Friday, 31 August 2012

Double Chocolate Espresso and Cashew Cookies

Up until about 3 weeks ago if you had asked me where I would want to live, I would've said London, without a doubt in my mind.  This summer I was in Rome for 1 and a half months, which is the longest I've ever been since I moved away when I was 2, and I came to a realization -- I really love Rome.  It may not be as cosmopolitan or dynamic as London, but I love Rome.  God knows it isn't easy to find a good job in Italy at the moment, but if there was a decent job waiting for me in Rome, I'd go there in a heartbeat after I graduate.  Maybe I'll do my masters there.
These were my goodbye cookies.  I had brought these to work, to my colleagues who are some of the nicest people. Flann O'Brien Restaurant and Pub on 17 Via Nazionale, Rome, please make sure you tip well.  The waiters there are very nice, though I don't recommend the lasagna or the cannelloni.
In David Lebowitz's words, these cookies are quite close to heaven.  Deliciously soft and chewy and chocolatey, and easy to make.  They're even better the next day actually.  

Recipe from The Great Book of Chocolate
About 24 cookies
1/2 pound (2 sticks) [230g] butter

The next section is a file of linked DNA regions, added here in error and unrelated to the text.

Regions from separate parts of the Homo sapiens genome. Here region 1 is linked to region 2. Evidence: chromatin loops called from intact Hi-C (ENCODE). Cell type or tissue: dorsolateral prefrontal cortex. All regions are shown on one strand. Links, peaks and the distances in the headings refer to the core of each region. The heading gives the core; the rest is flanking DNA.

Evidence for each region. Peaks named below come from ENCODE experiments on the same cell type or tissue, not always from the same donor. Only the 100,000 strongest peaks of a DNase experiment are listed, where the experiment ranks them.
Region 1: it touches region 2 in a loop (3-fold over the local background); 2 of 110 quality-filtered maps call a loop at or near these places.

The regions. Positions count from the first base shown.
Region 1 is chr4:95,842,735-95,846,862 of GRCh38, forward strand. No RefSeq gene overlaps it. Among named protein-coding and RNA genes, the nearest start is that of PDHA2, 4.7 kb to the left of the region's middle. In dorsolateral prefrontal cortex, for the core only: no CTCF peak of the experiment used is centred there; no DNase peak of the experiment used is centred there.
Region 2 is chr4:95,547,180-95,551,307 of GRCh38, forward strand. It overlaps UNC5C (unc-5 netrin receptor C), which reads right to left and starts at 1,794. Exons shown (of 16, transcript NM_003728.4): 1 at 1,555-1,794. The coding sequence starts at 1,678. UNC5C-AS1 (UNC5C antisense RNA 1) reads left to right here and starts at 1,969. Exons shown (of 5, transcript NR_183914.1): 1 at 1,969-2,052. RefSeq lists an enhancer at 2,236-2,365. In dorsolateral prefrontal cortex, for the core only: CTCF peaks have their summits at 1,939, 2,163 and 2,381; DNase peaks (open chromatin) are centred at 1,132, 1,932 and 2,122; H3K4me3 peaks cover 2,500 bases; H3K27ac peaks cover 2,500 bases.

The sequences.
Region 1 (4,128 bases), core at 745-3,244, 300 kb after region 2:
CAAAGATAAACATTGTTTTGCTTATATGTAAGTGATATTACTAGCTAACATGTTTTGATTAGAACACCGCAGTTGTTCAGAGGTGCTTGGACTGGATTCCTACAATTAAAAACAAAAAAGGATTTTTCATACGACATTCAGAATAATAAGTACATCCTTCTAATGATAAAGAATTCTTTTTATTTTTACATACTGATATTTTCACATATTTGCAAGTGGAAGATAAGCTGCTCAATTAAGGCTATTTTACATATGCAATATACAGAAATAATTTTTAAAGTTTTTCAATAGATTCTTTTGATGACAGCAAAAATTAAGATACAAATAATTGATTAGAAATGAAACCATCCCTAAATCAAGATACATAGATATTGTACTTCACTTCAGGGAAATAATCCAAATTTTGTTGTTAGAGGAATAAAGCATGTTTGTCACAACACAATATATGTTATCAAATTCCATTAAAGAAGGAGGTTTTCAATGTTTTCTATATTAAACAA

1 cup [200g) granulated sugar
3/4 cup [180g] firmly packed light brown sugar
2 large eggs
1 tsp pure vanilla extract
2 tsp instant espresso powder
2 cups [280g] all-purpose flour
2/3 cup [65g] cocoa powder
1 tsp baking soda
1 tsp salt
3/4 cup [100g] cashews
3/4 cup [100g] semisweet chocolate chips

Preheat oven to 160C [325F].  Line 3 baking sheets with parchment paper or oil them lightly with vegetable oil
In a large bowl, using an electric mixer, cream together the butter and sugars until light and fluffy.
Add the eggs vanilla and espresso powder. Mix well.
Sift together the flour, cocoa powder, baking soda and salt.  Mix into the creamed butter mixture.
Fold in chocolate chips and cashews
Scoop the cookie dough into large balls (about 4cm) and place them at least 5cm apart from each other on the baking sheets.  Bake for 20-25 minutes until the cookies are just flat.
Let cool about 10 minutes before transferring from baking sheet to the cooling rack

Tuesday, 28 August 2012

Summer Calamari Salad

I always have plenty of seafood when I'm back in Italy -- there's no denying it, the best seafood is in the Mediterranean sea. In fact, I may be biased, but the best produce comes from this area.  Fruits, vegetables, seafood, meat -- I'm very thankful for the fact that I'm Italian.  See, on British television, I've heard them boast about their produce several times, claiming that they have the best produce in the world.  Uh huh. Anyway, living in Britain for most of the year, and being only in Italy for summers, I have to say that... That I was stupid.  I could be studying in Rome, at the University of John Cabot or whatever. I could be.  I could be eating calamari and tomatoes and beautiful, beautiful oranges all year round.  But it's ok.  Maybe this makes me appreciate them more. Scotland's got good salmon. And potatoes.